St. Teresa Benedicta of the Cross was a brilliant philosopher, an accomplished author, a Jewish convert and a Carmelite nun, a martyr, and a saint. In her great body of writing, she considered the unique gifts that God has endowed upon women and asserted that “woman’s intrinsic value must be investigated in relation to her unique nature.”
Recently, I attended a talk that explained her writing on the vocation and role of women. The following excerpts from her work which we explored express in turn, the equality and complementarity of man and woman, sexual confusion, the unique and distinctively feminine vocation, and lastly, the sharing of virtues that is possible in the transformative union with Christ our Lord through grace, imitation and love.
“In the first account of the creation of man, the difference between male and female is immediately proclaimed. But mutually they are given the threefold vocation: they are to be the image of God, bring forth posterity, and be masters over the earth. It is not said here that this threefold vocation is to be effected in different ways by man and woman; at best, this is implied…. The second passage of Genesis, which deals more extensively with the creation of man, elucidates the question a b it further. It relates the creation of Adam…. “But no helpmate corresponding to him was found for Adam.” The Hebrew expression used in this passage is barely translatable – Eser kenegdo – which literally means “a helper as if vis-a-vis to him.” One can think here of a mirror in which man is able to look upon his own nature…. But one can also think of a counterpart, a pendant, so that, indeed they do resemble each other, yet not entirely, but rather, that they complement each other as one hand does the other.”
“Everywhere about us, we see in the interaction of the sexes the direct fruit of original sin in its most terrifying forms: an unleashed sexual life in which every trace of their high calling seems to be lost; a struggle between the sexes, one pitted against the other, as they fight for their rights and, in doing so, no longer appear to hear the voices of nature and of God. But we can see also how it can be different whenever the power of grace is operative.”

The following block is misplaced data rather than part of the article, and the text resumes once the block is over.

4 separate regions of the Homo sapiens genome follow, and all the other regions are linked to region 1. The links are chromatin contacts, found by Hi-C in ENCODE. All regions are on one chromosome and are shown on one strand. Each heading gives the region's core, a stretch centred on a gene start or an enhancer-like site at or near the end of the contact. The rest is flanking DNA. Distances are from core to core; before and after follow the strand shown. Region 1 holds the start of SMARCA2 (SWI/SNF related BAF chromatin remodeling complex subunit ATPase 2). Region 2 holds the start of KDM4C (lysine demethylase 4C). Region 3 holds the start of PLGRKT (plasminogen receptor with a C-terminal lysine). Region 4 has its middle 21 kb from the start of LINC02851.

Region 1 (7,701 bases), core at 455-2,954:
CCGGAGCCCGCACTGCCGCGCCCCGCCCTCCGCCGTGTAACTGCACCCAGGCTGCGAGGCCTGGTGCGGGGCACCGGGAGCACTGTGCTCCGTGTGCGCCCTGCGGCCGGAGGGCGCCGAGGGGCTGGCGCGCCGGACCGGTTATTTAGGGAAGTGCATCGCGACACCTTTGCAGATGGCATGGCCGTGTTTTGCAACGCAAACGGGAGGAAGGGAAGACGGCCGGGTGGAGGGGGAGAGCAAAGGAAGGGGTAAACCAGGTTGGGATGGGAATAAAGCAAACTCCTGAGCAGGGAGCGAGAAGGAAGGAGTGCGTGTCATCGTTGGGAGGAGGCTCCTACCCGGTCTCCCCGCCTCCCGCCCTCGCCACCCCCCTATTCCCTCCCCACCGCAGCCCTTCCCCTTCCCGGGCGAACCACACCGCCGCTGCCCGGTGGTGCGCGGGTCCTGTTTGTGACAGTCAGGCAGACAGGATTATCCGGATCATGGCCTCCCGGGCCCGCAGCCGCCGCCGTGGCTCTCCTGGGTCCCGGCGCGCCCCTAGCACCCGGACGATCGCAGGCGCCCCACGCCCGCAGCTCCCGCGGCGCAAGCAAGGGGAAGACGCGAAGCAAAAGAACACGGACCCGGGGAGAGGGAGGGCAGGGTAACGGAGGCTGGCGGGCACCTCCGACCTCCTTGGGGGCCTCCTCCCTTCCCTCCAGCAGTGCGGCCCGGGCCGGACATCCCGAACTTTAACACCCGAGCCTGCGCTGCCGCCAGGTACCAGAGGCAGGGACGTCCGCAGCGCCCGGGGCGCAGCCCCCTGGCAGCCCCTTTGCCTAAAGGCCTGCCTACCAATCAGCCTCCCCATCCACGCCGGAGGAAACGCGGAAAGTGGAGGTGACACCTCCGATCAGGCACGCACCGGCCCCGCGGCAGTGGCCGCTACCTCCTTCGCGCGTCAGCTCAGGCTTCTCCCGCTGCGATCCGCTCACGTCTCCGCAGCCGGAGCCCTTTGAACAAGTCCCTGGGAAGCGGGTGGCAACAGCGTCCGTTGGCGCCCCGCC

“A quality unique to woman is her singular sensitivity to moral values and an abhorrence for all which is low and mean; this quality protects her against the dangers of seduction and of total surrender to sensuality. This is expressed by the mysterious prophecy, become legendary, that woman would be engaged in battle against the serpent; and this prophecy is fulfilled by the victory over evil won for all humanity through Mary, Queen of all women. Allied closely with this sensitivity for moral values is her yearning for the divine and for her own personal union with the Lord, her readiness and desire to be completely fulfilled and guided by His love. That is why, in a rightly-ordered family life, the mission of moral and religious education is given chiefly to the wife.”
“[Christ our Lord] bound Himself so intimately to one woman as to no other on earth: He formed her so closely after His own image as no other human being before or after; He gave her a place in the Church for all eternity such as has been given to no other human being. And just so, He has called women in all times to the most intimate union with Him: they are to be emissaries of His love, proclaimers of His will to kings and popes, and forerunners of His kingdom in the heart of men.To be the Spouse of Christ is the most sublime vocation which has been given, and whoever sees this way open before her will yearn for no other way.”
“It is the vocation of every Christian, not only of a few elect, to belong to God in love’s free surrender and to serve Him. The further the individual continues on this path, the more Christ-like he will become. Christ embodies the ideal of human perfection: in Him all bias and defects are removed, and the masculine and feminine virtues are united in their weakness and redeemed; therefore His true followers will be progressively exalted over their natural limitations. This is why we see in holy men a womanly tenderness and a truly maternal solicitude for the souls entrusted to them while in holy women there is manly boldness, proficiency, and determination.”
Source: ‘Vocations of Man and Woman‘ in The Collected Works of Edith Stein, Volume Two. (1987) Washington: ICS Publications